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The proof that RS-485 will continue to be the workhorse amongst industrial interfaces for many years to come is presented by the increasing number of questions asked regarding the basic concepts of EIA/TIA-485, the data transmission standard commonly known as RS-485.
In this article we provide answer to the more common and most recent concerns such as:
1) How much bus current must an RS-485 transceiver be able to drive?
2) And, is it possible to drive more than 32 unit loads?
To answer the first question we look at a typical RS-485 data link shown in Figure 1.
Figure 1. Typical RS-485 data link.
Observe that, in addition to driving differential current through the termination resistors, a driver must also drive current through a number of receiver input impedances and fail safe networks present on the bus. Because these impedances present current paths between the differential signal lines and ground, they affect the current flow in both the A and B signal lines equally. Hence, they are designated as common-mode impedances, R CM.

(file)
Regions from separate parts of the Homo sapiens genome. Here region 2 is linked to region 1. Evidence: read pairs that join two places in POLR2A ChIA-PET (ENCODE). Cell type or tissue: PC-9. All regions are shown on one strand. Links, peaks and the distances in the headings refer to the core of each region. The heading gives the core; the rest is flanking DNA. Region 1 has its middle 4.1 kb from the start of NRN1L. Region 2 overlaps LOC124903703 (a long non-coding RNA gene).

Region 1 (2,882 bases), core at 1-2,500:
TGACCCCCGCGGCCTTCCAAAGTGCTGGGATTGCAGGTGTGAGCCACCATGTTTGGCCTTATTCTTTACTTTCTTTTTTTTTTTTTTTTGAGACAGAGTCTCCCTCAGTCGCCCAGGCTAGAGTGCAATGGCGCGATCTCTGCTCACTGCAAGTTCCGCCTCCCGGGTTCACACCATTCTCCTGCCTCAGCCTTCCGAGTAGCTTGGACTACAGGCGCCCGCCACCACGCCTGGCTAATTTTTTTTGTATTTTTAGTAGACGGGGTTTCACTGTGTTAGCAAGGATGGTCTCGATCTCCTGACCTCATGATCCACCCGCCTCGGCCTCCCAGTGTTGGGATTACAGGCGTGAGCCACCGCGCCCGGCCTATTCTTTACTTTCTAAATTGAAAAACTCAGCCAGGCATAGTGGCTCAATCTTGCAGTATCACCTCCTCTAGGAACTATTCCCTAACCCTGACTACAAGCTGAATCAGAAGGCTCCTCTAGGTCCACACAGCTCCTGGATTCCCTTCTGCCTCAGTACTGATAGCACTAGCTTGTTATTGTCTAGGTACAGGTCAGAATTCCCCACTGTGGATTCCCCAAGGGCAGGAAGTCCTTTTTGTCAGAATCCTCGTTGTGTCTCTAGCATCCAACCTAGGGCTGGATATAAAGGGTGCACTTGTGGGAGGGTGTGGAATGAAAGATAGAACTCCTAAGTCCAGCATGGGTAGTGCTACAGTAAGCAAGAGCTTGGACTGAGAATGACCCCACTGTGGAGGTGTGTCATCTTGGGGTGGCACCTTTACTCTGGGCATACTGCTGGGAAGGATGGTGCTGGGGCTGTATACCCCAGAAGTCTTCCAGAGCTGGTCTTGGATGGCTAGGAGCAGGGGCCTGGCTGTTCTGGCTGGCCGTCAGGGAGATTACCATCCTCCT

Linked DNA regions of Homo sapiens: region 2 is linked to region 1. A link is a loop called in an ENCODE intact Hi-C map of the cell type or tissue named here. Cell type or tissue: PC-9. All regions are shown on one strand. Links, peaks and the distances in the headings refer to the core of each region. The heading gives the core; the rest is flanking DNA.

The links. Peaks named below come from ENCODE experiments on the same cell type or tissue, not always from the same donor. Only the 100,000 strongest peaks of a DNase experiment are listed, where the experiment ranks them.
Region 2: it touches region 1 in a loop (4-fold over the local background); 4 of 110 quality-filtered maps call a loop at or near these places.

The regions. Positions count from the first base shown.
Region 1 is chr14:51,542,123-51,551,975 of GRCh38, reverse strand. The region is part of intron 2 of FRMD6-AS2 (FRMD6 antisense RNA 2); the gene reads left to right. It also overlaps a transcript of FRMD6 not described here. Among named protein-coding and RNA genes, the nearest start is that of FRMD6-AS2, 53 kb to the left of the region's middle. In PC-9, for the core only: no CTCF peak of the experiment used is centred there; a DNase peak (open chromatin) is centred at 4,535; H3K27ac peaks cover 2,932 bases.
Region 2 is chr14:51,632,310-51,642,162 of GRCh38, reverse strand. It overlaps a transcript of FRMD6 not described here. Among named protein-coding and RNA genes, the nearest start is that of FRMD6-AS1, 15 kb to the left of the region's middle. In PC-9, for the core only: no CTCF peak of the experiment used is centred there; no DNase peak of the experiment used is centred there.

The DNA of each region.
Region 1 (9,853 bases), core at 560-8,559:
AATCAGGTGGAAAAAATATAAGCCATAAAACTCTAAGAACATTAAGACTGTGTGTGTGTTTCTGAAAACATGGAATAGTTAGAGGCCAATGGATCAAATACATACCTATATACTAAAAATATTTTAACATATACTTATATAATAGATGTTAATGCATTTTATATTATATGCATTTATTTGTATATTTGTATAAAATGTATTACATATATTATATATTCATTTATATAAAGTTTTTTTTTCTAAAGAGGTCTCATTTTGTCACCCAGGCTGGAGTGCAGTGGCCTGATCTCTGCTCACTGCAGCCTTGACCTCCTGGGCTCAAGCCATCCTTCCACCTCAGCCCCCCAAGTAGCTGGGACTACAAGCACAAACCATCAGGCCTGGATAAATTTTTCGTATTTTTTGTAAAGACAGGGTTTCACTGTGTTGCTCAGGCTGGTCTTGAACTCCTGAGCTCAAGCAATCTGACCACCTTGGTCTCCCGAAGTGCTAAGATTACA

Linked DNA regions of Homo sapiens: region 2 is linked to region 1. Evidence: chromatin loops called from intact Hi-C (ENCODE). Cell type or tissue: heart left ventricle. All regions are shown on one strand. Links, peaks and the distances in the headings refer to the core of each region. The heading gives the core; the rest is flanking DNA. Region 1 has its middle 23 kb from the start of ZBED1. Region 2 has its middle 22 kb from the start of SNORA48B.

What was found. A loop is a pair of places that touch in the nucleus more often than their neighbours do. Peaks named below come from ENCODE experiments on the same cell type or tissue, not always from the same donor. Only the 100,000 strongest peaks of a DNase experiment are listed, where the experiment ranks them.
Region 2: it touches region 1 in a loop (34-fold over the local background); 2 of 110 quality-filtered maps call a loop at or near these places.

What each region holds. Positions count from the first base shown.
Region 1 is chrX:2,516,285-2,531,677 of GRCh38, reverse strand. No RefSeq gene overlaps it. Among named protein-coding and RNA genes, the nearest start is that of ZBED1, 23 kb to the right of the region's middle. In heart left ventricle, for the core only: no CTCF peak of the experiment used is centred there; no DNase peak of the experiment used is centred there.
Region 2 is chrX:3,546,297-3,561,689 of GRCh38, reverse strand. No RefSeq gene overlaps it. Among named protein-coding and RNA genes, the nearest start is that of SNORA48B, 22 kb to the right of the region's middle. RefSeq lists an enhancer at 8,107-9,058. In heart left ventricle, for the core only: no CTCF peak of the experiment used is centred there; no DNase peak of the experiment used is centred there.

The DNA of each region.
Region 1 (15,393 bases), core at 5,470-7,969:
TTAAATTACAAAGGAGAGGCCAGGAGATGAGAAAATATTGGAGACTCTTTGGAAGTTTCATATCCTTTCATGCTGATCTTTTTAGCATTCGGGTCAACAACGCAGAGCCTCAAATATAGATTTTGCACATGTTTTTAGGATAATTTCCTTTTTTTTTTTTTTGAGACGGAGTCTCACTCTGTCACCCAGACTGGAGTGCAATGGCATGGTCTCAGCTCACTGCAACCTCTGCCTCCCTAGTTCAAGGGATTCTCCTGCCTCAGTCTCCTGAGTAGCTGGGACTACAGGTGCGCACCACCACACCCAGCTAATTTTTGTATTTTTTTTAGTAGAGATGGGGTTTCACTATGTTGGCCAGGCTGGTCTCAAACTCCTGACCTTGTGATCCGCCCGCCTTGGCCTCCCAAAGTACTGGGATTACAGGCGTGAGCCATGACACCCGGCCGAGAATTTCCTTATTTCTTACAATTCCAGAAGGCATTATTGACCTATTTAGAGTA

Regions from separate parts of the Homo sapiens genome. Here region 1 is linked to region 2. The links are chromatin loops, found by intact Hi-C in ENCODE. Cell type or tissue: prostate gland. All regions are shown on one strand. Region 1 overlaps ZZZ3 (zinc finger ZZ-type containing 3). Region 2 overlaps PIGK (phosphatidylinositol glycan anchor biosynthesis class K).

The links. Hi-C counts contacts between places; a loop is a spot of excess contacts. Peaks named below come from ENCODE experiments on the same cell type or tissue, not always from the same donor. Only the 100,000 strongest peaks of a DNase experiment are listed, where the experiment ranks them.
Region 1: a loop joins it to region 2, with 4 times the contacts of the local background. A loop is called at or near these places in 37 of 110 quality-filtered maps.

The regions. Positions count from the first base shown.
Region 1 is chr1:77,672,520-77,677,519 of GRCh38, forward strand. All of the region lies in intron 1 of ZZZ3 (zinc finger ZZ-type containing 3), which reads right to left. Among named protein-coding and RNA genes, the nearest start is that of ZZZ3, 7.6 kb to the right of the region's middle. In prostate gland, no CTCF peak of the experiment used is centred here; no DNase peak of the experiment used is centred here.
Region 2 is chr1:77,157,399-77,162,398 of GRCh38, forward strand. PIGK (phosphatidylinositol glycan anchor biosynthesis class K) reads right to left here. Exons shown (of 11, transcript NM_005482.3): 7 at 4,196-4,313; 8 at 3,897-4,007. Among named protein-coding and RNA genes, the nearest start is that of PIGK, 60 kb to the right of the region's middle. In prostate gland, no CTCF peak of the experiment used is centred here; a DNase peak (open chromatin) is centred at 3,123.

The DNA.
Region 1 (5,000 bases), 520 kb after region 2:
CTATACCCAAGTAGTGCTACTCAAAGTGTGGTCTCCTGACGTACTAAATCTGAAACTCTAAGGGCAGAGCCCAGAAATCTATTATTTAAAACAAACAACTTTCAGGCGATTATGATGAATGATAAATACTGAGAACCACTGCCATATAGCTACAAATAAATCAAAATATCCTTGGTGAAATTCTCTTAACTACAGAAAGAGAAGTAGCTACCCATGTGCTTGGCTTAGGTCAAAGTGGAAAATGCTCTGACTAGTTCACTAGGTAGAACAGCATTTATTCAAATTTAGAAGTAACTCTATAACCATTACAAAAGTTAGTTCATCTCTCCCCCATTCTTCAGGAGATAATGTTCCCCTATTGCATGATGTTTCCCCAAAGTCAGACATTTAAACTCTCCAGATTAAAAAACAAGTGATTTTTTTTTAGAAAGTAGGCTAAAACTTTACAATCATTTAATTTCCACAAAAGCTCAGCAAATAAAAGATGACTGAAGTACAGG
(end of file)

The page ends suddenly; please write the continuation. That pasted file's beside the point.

In order to define maximum common-mode loading, RS-485 has introduced the theoretical concept of a unit load, which defines a common-mode load resistance of 12 k Ω. Thus, a one unit load (1UL) transceiver represents an equivalent input resistance of R INEQ = 12 k Ω at each bus terminal with respect to ground .
RS-485 specifies that a transceiver must be able to drive a total common-mode load of up to 32 unit loads, while providing a differential output voltage of V OD = 1.5 V across a differential resistance of R D = 60 Ω. Furthermore, the standard requires this drive capability being maintained over a common-mode voltage range